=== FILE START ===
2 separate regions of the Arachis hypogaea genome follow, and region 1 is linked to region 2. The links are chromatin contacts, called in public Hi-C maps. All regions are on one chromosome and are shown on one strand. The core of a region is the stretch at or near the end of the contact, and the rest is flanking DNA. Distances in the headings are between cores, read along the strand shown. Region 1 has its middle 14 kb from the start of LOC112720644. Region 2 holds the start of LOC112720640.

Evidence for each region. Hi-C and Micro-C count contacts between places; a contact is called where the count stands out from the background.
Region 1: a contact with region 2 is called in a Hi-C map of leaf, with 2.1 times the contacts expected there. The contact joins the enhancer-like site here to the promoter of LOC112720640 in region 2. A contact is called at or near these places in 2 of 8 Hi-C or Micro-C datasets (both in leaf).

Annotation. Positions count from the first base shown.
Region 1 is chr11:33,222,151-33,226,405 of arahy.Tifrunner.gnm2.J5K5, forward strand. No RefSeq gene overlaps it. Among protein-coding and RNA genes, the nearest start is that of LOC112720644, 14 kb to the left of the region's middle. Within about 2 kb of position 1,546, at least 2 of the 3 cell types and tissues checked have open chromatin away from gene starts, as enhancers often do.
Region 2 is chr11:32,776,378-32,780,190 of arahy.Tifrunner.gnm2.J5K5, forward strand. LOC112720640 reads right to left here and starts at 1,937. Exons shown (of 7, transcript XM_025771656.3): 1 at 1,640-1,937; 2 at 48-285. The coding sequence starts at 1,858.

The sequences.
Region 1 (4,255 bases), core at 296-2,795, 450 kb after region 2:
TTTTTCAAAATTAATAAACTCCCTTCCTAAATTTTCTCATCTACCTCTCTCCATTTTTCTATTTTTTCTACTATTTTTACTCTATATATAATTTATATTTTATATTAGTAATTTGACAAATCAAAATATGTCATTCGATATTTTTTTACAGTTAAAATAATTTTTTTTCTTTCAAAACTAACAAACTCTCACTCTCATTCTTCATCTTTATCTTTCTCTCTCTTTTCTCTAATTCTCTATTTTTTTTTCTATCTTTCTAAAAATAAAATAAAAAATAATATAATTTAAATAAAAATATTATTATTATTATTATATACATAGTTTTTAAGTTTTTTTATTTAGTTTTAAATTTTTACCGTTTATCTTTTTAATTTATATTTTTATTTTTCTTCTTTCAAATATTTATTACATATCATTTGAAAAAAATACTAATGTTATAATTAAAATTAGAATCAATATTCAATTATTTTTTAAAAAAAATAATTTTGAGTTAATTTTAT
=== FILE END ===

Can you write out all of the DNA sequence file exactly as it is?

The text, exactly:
2 separate regions of the Arachis hypogaea genome follow, and region 1 is linked to region 2. The links are chromatin contacts, called in public Hi-C maps. All regions are on one chromosome and are shown on one strand. The core of a region is the stretch at or near the end of the contact, and the rest is flanking DNA. Distances in the headings are between cores, read along the strand shown. Region 1 has its middle 14 kb from the start of LOC112720644. Region 2 holds the start of LOC112720640.

Evidence for each region. Hi-C and Micro-C count contacts between places; a contact is called where the count stands out from the background.
Region 1: a contact with region 2 is called in a Hi-C map of leaf, with 2.1 times the contacts expected there. The contact joins the enhancer-like site here to the promoter of LOC112720640 in region 2. A contact is called at or near these places in 2 of 8 Hi-C or Micro-C datasets (both in leaf).

Annotation. Positions count from the first base shown.
Region 1 is chr11:33,222,151-33,226,405 of arahy.Tifrunner.gnm2.J5K5, forward strand. No RefSeq gene overlaps it. Among protein-coding and RNA genes, the nearest start is that of LOC112720644, 14 kb to the left of the region's middle. Within about 2 kb of position 1,546, at least 2 of the 3 cell types and tissues checked have open chromatin away from gene starts, as enhancers often do.
Region 2 is chr11:32,776,378-32,780,190 of arahy.Tifrunner.gnm2.J5K5, forward strand. LOC112720640 reads right to left here and starts at 1,937. Exons shown (of 7, transcript XM_025771656.3): 1 at 1,640-1,937; 2 at 48-285. The coding sequence starts at 1,858.

The sequences.
Region 1 (4,255 bases), core at 296-2,795, 450 kb after region 2:
TTTTTCAAAATTAATAAACTCCCTTCCTAAATTTTCTCATCTACCTCTCTCCATTTTTCTATTTTTTCTACTATTTTTACTCTATATATAATTTATATTTTATATTAGTAATTTGACAAATCAAAATATGTCATTCGATATTTTTTTACAGTTAAAATAATTTTTTTTCTTTCAAAACTAACAAACTCTCACTCTCATTCTTCATCTTTATCTTTCTCTCTCTTTTCTCTAATTCTCTATTTTTTTTTCTATCTTTCTAAAAATAAAATAAAAAATAATATAATTTAAATAAAAATATTATTATTATTATTATATACATAGTTTTTAAGTTTTTTTATTTAGTTTTAAATTTTTACCGTTTATCTTTTTAATTTATATTTTTATTTTTCTTCTTTCAAATATTTATTACATATCATTTGAAAAAAATACTAATGTTATAATTAAAATTAGAATCAATATTCAATTATTTTTTAAAAAAAATAATTTTGAGTTAATTTTAT